The 511th Airborne Infantry Regiment Company K

This is a picture of my dad’s jump school class at Camp Campbell, KY in 1950. Sixty-five years later, I would make my way to this same happy place on the border of Kentucky and Tennessee. I never once considered jumping out of a perfectly good airplane. I am currently studying the Korean Way and the Cabanatuan Raid in the Philippines, which occurred in January of 1945.  Continue reading “The 511th Airborne Infantry Regiment Company K”

It’s a long way to Miami

I am driving into the main front gate at Fort Leonard Wood, Missouri.

On a rare occasion, when the lines are backed up to St Louis, they’ll open additional lines to allow the peasants into work.

They’re considerate like that.

But sometimes I take a back route into the east gate, just to avoid the joy and excitement of waiting in lines.

The downside is that the east route is basically a twisting pig trail designed by a sadistic civil engineer with a love of roller coasters with a little asphalt for fun.

Crazy dangerous.

So, going to work is a choice between risking my life on a Deliverance themed highway or waiting in line until lunchtime.

Hard choice.

So, yesterday afternoon I am driving back into Post when I see a car stopped in the exit lane.

Three guys are standing nearby.

Which is dangerous.

So, I am curious. Why in the Sam Hill are three guys stopped in the exit lane from Fort Leonard Wood?

They all have cameras in their hands taking a photo of something on the ground.

I look closer.

There is an armadillo on the road lying in the position that all armadillos naturally assume.

They were taking a picture of a dead armadillo.

Let me say that again: they’re taking a picture of a dead armadillo.

I don’t know why.

Maybe they’d never seen such an interesting creature before.

Maybe they’re from Manhattan.

I only wish I’d turned around and asked. But really, who wants to add to the excitement of taking a picture of a dead armadillo?

There could be riots.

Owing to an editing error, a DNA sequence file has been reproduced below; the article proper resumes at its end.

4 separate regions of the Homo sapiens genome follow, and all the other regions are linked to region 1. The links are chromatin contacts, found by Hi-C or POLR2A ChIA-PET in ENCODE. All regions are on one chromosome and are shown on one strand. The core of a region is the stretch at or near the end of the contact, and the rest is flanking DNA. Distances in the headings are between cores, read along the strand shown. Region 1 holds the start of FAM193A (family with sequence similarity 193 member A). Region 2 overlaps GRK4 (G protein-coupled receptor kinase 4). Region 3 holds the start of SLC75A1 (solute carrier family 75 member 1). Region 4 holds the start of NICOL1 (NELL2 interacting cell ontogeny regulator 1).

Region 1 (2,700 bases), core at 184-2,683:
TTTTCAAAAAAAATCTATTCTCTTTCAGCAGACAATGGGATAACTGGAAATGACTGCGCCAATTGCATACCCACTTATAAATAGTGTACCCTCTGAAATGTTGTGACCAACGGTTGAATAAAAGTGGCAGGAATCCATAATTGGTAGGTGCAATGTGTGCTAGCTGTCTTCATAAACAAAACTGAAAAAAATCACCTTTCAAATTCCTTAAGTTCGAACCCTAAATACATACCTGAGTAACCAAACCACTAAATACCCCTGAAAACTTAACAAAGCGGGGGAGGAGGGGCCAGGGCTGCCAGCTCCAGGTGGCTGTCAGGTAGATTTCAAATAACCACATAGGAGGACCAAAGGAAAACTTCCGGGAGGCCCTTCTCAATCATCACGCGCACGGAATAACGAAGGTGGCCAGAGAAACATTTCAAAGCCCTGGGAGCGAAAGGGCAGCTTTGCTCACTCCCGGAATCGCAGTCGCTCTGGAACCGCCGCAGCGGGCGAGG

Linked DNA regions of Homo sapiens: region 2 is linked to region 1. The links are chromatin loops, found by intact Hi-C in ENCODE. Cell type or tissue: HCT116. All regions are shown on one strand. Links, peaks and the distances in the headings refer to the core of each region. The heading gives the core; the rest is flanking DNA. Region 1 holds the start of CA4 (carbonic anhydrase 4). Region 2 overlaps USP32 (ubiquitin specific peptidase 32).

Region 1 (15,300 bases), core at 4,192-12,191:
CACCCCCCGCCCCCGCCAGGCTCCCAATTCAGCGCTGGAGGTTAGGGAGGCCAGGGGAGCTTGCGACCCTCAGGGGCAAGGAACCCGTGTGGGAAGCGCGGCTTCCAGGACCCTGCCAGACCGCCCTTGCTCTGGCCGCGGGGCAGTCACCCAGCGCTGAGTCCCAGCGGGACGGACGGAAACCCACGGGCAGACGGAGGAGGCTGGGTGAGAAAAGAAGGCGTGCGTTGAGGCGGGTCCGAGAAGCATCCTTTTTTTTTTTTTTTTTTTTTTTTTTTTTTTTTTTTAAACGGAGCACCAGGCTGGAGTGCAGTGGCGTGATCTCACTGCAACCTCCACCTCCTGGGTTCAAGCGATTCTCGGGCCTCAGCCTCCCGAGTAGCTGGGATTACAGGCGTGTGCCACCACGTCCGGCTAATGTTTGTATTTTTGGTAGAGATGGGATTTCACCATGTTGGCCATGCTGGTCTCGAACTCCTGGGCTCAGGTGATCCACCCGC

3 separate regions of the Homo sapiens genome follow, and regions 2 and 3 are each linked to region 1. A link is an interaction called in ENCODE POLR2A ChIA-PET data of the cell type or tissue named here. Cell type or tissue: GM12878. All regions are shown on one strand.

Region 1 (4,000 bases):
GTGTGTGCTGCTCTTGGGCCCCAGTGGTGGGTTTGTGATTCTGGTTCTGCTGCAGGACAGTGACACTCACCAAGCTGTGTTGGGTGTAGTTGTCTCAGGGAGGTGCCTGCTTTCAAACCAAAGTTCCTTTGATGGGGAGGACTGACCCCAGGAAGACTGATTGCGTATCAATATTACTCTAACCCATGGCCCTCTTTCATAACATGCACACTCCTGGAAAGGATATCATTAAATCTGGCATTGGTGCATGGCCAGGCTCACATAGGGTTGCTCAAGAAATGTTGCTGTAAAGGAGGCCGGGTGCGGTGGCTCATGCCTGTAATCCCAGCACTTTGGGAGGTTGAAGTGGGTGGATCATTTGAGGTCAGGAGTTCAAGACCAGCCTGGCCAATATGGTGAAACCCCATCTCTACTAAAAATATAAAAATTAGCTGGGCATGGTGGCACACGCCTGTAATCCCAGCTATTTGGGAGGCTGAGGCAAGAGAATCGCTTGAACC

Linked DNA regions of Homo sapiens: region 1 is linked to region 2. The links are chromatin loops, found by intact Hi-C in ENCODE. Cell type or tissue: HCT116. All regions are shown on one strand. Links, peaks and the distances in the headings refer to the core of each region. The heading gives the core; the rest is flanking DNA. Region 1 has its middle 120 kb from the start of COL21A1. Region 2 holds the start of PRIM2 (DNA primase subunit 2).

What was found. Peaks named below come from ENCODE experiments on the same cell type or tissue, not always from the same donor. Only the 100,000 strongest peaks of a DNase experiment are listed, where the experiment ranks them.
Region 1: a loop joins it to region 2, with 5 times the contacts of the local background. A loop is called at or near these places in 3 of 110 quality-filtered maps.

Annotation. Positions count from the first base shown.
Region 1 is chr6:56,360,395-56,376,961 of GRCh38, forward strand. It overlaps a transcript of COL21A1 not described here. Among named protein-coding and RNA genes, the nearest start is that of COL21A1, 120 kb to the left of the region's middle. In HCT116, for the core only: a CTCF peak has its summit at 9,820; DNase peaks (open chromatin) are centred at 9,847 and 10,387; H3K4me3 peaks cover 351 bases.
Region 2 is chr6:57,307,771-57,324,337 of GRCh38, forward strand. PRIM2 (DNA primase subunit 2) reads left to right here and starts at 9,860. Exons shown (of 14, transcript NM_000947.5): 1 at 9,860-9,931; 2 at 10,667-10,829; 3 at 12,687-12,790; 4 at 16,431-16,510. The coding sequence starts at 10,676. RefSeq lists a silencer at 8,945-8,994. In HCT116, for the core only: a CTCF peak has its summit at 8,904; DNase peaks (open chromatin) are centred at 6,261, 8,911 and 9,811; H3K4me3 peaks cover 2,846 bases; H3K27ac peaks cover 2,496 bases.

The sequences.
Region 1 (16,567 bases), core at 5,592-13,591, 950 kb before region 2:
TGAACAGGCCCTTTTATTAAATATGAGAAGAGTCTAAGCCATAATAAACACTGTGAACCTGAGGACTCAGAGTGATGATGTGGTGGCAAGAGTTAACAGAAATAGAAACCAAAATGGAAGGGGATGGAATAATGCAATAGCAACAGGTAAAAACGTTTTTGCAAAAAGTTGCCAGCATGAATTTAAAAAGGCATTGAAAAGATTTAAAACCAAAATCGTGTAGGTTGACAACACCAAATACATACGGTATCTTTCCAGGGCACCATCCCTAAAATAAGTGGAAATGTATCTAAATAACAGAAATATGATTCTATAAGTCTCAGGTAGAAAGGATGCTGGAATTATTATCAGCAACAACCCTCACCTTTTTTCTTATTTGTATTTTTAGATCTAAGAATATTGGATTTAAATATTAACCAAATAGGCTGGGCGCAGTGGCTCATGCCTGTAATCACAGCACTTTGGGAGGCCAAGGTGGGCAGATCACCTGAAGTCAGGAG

Last week, on the way back home for the weekend through southern Missouri, I met up with a bobcat.

For some reason, he decided to charge my diminutive Prius while I was doing nothing more than listening to my iPhone play a little Allman Brothers.

Who knew that Bobcats hated Toyotas.

Or the Allman Brothers.

Maybe he thought the Prius was a natural enemy encroaching on his territory and he could eliminate the threat in one fell swoop.

His swoop failed and quickly became soul brothers with the armadillo.

Unfortunately, in the process of taking out the enemy Prius, he caused a considerable amount of damage to the vehicle.

Which isn’t particularly hard to do with disposable cars.

Which leads me to my third point about roadkill.

When we were getting married, I drove to Miami to pick up my bride, who was flying in from Moscow.

When her dad bought the tickets for her, I am guessing that he had no geographical awareness of the United States.

And he surely didn’t realize that they put Miami at the bottom of Florida.

Or, maybe he did…

Anyway, I should have told her to fly into Atlanta.

On the way back to Mobile, we drove through the lovely retirement state. She couldn’t help but notice the incredible number of dead creatures littering the roadside.

Florida, you really need to get some buzzards or something.

Anyway, after a few weeks of diving back to Mobile, she spoke up abruptly after hours of spying the roadside:

“Pumpkin. That one was alive.”

Cute that she noticed that.

I assured her that it wouldn’t be for long.

As I pulled into my neighborhood today, I see the remnants of one of God’s creatures in a pancake position.

Never once considered taking a photo.


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